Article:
In the first the swig was likely from the glass, in the second from the bottle. The basis of such inferences is twofold: we assume that preceding events cause succeeding events, and we use sequences of words to indicate relationships between them. The former is post hoc ergo propter hoc, sequence implies causality—usually a fallacy, yet linguistically indispensable. The latter is a generalisation of how we interpret pronoun antecedents.
I held out the bottle, ready to pour the drink. As I reached for the glass, she knocked it to the floor.
She knocked the glass, right, not the bottle? Without any further information that’s the reasonable assumption because it is closer to glass than to bottle. A combination of the two principles also means that you assume the swig (in the original example) was taken either from the bottle or from the glass, and not from a nearby jar mentioned earlier in the scene.
So spacial arrangement and causality yield coherent events yield meaning.
On hendiadys, Hernández, and heat in Latin American prose.
Infatuation has been described so many times, you’d think triteness was its middle name. And yet Uruguayan writer Felisberto Hernández digs fresh channels down which to guide the imagination. The Quote is from the short story The New House, from his book Lands of Memory.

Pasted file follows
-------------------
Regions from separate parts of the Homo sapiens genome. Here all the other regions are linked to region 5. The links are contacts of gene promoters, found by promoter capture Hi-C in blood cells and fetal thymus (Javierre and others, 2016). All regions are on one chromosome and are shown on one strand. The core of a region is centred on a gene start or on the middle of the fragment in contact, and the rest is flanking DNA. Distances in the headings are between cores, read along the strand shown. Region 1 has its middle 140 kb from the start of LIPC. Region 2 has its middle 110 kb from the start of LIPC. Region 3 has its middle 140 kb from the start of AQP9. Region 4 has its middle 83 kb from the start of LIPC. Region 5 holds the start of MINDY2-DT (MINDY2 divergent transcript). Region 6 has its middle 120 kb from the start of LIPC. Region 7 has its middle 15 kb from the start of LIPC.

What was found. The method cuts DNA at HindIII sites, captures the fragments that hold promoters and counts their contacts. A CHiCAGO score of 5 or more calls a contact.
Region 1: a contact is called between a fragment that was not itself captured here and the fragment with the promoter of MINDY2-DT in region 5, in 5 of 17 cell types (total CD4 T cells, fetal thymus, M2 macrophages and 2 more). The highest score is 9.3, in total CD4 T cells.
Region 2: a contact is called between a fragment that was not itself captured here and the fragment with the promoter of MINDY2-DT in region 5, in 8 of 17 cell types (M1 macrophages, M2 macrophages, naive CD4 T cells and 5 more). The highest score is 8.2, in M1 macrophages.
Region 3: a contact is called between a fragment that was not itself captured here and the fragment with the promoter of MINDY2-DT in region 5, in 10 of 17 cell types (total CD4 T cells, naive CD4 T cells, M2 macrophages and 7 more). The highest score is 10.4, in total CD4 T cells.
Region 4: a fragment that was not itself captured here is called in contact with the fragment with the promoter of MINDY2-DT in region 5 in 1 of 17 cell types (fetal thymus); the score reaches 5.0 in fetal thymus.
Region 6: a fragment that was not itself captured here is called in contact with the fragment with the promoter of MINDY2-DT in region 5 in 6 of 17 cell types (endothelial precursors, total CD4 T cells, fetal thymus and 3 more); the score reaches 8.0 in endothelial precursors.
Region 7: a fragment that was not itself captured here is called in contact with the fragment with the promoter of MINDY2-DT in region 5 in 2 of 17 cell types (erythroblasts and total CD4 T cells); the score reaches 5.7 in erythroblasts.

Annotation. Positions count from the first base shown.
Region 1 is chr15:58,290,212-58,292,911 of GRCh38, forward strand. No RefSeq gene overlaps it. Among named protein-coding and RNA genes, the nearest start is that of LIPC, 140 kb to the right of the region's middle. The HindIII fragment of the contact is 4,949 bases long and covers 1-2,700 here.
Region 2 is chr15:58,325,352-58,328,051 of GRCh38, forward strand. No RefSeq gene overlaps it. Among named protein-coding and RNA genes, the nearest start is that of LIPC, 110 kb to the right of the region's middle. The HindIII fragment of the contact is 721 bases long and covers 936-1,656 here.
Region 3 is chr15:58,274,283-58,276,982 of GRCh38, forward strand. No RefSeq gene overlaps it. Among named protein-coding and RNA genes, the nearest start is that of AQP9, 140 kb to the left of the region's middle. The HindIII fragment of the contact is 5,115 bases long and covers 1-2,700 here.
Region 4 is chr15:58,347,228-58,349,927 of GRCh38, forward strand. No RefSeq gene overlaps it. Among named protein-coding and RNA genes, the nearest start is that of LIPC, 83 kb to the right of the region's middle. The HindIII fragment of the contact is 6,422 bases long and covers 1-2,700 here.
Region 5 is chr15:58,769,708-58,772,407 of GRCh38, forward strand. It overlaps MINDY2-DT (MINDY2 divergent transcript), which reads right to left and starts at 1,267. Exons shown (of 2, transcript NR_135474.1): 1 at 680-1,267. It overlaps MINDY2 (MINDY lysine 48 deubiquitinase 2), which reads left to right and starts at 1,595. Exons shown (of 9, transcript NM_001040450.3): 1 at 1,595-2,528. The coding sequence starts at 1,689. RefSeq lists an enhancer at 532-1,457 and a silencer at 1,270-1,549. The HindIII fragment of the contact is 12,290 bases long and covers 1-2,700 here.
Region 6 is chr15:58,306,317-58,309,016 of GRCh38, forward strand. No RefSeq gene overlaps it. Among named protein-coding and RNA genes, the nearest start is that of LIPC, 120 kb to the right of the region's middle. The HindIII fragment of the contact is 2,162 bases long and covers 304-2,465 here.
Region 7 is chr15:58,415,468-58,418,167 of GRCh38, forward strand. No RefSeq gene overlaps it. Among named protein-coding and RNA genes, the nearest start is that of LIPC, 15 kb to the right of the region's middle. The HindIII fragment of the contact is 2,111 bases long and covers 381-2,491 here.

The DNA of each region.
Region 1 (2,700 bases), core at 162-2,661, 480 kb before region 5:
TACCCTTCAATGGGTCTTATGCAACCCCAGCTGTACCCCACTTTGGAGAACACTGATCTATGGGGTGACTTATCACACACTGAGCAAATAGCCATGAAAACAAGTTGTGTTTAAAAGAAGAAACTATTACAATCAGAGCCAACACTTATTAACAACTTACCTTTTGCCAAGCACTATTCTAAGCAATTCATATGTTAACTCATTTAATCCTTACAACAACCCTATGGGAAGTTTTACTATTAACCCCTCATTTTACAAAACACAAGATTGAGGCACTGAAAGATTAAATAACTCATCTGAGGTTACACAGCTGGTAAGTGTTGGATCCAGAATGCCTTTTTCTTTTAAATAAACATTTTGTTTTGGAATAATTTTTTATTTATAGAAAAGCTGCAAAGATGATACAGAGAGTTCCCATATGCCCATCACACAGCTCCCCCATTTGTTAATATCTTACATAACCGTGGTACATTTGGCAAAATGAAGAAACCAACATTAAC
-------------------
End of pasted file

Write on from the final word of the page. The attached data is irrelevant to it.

Quote: … she even allowed herself to lower her eyelids. I told my poet friend that when she had her eyes like that her stance was somewhere between infinity and a sneeze.
Felisberto Hernández (1902–1964) was a self-taught pianist who earned his living playing in cafés and cinemas and wealthy private homes, until he finally dedicated himself to writing full-time in his later years. His blend of dream, reality, memory, and magic was a potent influence on many of the Latin American greats, including Márquez and Cortázar.
To my mind, Hernández’s stories have a distinct, viscous consistency—imagine if air were like water, hard to walk through, easy to float in—lacking in the Latin American magical realism that came after him. Maybe lacking is the wrong word: distilled is better.
But, like other Latin American authors, Hernández’s writing radiates heat. Not Californian heat, not African or Asian heat, not even Mediterranean heat. It’s specific and maybe, in some convoluted way, connected to his vision of how magic permeates the ordinary.
The closest to Hernández in the blending of the worldly with the otherworldly comes his contemporary, Bruno Schulz (1892–1942), a Polish-Jewish writer. The viscosity is there, as is a dank European chill.
But let’s leave my literary proprio- and thermoreceptors aside; they bear only limited scrutiny before starting to take false readings.